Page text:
virus: Lakoff lecture, part 4

Eva-Lise Carlstrom (
Wed, 12 Mar 1997 22:43:49 -0800 (PST)

{I don't know why my intro to the lecture notes came after the first
bunches of notes. Sorry about that.}

Some more examples of general mappings of one realm of experience onto
another, found around the world:

Concepts of Time. Two basic ones appear in every culture.

1.) TIME is SPACE we move through ("We've gotten through the week at
last". In English, the future is in front of us, the past behind. Some
languages have the reverse)

2.) TIME is a MOVING OBJECT ("Monday is approaching")

In the first case, we move in time; in the second, time moves with respect
to us. Both metaphors, which contradict one another, show up all over the
world. Why? Because in our experience, motion of objects corresponds to
the passage of time. Examples in the book _Hopi Time_ show that even Hopi
has the two time/motion metaphors.


MORE is UP in all languages. Corresponds to our universal experience:
piles get higher as they get bigger, etc.

Our minds work in ways derived from bodily experience. Our minds are not
separate from our bodies.

Event Structure Metaphor: STATES are CONTAINERS: "I'm deeply in love."
Changes are movements in and out of the containers: "I pulled myself out
of a depression." Causation is forced motion: "I made him go crazy."
Actions are self-propelled motions. Aids or impediments to action, kinds
of action, are aids/impediments to, and kinds of, motion.

There are five types of metaphorical difficulties in English:
Blockages, features of terrain, burdens, counterforces, and lack of an
energy source. They are all impediments to physical motion. Why? Because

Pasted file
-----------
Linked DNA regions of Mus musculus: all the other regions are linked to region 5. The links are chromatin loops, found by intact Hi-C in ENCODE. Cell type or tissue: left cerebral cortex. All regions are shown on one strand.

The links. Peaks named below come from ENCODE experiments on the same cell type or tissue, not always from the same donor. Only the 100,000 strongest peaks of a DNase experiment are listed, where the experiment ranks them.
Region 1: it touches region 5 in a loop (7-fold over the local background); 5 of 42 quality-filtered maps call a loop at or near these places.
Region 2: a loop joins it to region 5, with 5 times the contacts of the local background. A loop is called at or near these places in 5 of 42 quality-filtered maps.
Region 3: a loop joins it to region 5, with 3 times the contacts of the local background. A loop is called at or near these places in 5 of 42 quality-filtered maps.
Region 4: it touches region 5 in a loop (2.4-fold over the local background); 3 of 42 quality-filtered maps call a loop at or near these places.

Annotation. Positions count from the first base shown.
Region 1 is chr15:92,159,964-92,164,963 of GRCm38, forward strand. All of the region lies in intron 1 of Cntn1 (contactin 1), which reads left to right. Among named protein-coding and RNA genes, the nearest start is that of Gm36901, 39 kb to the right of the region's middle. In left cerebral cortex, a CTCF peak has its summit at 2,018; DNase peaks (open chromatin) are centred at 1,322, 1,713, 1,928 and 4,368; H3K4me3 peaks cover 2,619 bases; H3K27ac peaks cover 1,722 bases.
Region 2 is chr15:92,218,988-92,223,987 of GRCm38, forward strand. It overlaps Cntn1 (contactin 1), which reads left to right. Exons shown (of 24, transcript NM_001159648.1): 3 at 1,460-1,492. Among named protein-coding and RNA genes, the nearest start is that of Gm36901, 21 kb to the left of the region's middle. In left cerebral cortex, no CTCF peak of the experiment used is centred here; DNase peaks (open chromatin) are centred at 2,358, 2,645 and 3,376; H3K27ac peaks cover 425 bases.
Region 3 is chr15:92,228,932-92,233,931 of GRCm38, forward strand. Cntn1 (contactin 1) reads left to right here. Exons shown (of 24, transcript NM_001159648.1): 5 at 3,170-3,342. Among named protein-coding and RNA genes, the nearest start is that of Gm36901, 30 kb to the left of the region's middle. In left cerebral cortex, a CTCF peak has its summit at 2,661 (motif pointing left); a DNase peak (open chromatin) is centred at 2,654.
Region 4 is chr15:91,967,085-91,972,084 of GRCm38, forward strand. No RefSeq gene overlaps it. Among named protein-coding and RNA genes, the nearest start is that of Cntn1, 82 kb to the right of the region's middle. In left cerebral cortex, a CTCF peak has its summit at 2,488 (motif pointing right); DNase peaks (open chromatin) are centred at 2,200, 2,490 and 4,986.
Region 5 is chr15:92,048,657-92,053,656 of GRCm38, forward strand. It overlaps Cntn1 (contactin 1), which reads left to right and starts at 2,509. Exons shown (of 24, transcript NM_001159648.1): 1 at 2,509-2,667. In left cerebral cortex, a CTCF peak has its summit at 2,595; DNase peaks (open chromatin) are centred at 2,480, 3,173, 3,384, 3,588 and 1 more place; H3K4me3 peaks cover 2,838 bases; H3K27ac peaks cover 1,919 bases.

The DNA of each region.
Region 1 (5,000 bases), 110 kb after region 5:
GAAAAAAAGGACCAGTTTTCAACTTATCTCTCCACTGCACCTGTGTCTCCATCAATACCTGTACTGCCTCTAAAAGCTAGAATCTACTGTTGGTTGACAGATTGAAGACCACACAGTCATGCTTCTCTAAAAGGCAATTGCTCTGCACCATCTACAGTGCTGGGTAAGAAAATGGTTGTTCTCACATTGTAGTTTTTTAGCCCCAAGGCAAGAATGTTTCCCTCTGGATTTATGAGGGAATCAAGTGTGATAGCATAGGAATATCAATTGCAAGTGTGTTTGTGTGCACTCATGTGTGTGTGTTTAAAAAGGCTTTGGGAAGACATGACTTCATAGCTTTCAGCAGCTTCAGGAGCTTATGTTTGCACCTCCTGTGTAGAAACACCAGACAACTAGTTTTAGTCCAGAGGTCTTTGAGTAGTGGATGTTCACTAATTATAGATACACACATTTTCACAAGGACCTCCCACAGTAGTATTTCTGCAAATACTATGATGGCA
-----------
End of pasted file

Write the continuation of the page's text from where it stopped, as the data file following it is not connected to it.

goals are destinations, means are paths to the destinations.

Three common kinds in English: Things. "Things are going my way."
Fluids. "Go with the flow." "We're in the
same boat."
and Horses. "Keep a tight grip on the
reins." "Hold your horses." and..."Whoa!"

There are lots of common metaphors for MORALITY.

"I owe you one" "I'll get him back" "Let's even the scales",
concepts of restitution and retribution, concept of karma.
...STRENGTH (evil is a force in the world which we must be strong
to resist)

All these are common around the world. Why? They arise from our physical
experience. We're better off, physically, if we're rich, safe, strong,
healthy, in the light, upright, not lost, have pure food, etc. So they
all relate to morality, because morality relates to conditions of basic
physical well-being. We can't think of morality without thinking
metaphorically. And the metaphors for morality are not randomly
distributed in our culture. There are two major clusters, based on
different models of the family.

"Strict Father" model: Dad's in charge, powerful, the goal is survival.
Obedience to authority is the main force. At maturity, kids are on their
own and expected to be self-reliant and disciplined.
Morality metaphors that come from this experience: Morality as
Strength, Keeping Within Bounds. Authority is good, happiness is

"Nurturing Parent" model: Through being nurtured, kids learn empathy and
how to nurture in turn. Parents are mainly protective, communication is
Morality metaphors that come from this experience: Morality is
empathy, nurturance, building social ties, health, and happiness--happy
people are more likely to be empathetic, and to help others to be happy.

The "Strict Father" model tends to lead to conservative politics and the
"Nurturing Parent" model to liberal politics. See Lakoff's book _Moral
Politics_. Our politics are governed by our moral metaphors, which are
formed by our bodily experiences with parenting.

(see part 5 for metaphors about thought)